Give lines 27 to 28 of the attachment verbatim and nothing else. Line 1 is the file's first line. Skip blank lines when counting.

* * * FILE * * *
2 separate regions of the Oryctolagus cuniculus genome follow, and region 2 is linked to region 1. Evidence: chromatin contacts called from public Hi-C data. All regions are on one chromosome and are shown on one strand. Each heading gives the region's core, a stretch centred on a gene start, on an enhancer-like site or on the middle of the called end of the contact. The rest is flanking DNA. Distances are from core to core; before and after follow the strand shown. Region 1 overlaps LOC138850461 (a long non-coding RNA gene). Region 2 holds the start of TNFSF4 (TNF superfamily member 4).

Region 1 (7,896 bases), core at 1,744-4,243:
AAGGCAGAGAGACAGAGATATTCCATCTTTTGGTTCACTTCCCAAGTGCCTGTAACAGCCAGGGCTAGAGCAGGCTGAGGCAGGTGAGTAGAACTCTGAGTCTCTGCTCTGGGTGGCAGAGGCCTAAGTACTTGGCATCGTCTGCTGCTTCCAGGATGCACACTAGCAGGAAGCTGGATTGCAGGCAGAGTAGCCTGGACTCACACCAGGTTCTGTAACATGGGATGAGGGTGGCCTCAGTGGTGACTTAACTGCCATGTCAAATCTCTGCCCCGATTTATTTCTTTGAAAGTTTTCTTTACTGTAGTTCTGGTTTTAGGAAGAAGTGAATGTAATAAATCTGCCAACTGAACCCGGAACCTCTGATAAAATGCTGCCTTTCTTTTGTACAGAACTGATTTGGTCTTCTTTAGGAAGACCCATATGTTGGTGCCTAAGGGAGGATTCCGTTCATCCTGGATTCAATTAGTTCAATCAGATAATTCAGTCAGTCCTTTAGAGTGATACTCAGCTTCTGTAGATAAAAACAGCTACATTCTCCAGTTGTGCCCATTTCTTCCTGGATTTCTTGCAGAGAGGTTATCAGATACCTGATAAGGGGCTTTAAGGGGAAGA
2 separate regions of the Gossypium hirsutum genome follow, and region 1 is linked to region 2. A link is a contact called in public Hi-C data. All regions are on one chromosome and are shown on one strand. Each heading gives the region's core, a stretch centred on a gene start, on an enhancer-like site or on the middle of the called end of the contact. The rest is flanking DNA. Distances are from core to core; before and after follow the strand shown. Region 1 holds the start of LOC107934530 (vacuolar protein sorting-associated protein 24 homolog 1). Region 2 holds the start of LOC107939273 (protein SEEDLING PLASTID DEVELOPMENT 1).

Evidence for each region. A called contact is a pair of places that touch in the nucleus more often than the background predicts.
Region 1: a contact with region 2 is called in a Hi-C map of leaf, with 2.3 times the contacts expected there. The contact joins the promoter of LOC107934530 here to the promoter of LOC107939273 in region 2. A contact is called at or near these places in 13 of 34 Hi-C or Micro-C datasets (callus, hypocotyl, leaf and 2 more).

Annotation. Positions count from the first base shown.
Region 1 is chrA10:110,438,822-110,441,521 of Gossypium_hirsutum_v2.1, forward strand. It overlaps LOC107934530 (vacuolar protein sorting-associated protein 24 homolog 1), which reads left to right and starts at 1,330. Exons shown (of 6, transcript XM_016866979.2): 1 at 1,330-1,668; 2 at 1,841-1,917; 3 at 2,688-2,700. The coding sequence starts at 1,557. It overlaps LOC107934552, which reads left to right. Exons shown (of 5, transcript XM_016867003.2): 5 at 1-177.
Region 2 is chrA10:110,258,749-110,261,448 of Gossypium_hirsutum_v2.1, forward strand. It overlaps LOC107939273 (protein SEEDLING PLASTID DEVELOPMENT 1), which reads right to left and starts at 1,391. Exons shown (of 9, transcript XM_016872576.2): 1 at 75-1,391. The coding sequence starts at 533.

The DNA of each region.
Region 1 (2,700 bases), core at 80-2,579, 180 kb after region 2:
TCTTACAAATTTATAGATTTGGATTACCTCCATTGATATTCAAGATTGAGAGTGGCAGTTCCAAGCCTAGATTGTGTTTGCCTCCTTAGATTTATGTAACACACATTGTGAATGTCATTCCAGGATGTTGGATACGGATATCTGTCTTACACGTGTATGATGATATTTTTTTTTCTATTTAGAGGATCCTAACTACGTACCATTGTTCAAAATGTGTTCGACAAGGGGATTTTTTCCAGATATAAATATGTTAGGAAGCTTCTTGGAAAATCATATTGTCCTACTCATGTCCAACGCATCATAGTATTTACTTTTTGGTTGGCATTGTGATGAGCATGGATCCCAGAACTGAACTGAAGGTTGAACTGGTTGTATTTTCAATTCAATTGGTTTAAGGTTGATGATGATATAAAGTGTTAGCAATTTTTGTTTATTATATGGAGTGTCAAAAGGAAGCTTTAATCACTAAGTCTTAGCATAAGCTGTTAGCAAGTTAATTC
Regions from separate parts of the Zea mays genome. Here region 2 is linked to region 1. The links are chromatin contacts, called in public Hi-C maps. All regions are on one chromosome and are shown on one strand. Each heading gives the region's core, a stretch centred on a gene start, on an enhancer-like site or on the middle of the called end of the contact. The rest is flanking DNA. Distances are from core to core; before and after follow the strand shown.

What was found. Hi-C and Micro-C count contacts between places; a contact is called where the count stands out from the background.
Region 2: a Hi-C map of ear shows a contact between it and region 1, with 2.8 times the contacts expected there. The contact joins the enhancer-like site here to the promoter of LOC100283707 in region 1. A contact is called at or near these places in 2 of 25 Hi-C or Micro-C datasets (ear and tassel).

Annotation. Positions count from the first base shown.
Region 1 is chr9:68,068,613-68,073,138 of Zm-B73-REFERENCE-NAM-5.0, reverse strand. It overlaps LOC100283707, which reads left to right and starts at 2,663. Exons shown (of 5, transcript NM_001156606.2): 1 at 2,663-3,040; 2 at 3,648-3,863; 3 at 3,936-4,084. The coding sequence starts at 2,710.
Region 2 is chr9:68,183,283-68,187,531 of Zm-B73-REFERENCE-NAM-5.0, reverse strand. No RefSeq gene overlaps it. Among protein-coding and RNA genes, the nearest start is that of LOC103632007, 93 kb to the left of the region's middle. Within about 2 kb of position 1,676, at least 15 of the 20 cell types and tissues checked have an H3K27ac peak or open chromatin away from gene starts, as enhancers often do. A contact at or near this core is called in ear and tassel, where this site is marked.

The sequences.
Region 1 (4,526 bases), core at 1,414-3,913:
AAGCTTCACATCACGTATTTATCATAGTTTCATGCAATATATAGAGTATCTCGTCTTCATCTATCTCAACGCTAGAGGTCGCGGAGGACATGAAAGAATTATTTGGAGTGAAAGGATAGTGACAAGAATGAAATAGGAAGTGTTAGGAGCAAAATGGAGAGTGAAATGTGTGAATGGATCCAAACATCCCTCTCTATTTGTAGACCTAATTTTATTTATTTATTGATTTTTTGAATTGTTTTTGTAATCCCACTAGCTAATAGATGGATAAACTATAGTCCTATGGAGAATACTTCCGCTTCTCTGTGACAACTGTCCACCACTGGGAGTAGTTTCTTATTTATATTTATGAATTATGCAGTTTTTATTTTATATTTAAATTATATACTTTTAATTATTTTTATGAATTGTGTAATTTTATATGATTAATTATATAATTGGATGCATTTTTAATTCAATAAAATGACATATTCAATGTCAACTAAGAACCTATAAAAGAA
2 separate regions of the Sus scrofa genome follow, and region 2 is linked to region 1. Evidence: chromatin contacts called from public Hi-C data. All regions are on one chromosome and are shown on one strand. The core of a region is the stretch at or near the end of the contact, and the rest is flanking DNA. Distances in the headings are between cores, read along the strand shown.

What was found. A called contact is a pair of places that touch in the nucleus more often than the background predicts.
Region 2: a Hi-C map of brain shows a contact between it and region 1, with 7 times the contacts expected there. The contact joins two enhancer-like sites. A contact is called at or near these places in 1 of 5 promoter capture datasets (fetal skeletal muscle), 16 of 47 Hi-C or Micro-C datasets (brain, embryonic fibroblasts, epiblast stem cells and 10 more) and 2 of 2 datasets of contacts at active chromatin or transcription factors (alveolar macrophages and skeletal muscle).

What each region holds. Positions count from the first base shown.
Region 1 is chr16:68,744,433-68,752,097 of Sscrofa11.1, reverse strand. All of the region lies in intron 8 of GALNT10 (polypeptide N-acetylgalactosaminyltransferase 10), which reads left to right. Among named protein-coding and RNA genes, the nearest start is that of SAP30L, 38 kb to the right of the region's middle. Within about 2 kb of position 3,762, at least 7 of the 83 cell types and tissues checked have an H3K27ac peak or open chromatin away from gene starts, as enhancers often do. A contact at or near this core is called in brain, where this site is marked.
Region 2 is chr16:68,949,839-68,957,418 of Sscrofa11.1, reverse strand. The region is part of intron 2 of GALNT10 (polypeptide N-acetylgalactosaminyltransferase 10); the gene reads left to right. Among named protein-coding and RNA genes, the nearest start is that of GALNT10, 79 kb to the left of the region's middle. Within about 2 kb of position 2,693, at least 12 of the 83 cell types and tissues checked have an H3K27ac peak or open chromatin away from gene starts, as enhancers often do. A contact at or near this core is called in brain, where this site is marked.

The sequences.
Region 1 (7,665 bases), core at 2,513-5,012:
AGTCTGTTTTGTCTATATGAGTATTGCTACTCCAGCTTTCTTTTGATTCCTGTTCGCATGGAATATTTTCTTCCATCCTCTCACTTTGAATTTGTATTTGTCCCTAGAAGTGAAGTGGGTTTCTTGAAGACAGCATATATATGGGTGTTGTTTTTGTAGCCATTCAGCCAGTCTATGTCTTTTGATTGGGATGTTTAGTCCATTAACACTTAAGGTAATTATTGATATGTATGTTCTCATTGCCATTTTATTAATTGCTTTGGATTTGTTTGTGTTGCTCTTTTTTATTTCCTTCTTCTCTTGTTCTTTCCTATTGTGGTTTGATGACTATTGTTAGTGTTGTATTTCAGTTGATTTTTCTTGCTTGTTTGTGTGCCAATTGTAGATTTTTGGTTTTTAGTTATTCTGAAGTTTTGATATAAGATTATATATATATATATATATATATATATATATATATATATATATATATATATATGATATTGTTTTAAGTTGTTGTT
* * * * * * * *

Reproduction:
Region 2 is chr16:68,949,839-68,957,418 of Sscrofa11.1, reverse strand. The region is part of intron 2 of GALNT10 (polypeptide N-acetylgalactosaminyltransferase 10); the gene reads left to right. Among named protein-coding and RNA genes, the nearest start is that of GALNT10, 79 kb to the left of the region's middle. Within about 2 kb of position 2,693, at least 12 of the 83 cell types and tissues checked have an H3K27ac peak or open chromatin away from gene starts, as enhancers often do. A contact at or near this core is called in brain, where this site is marked.

The sequences.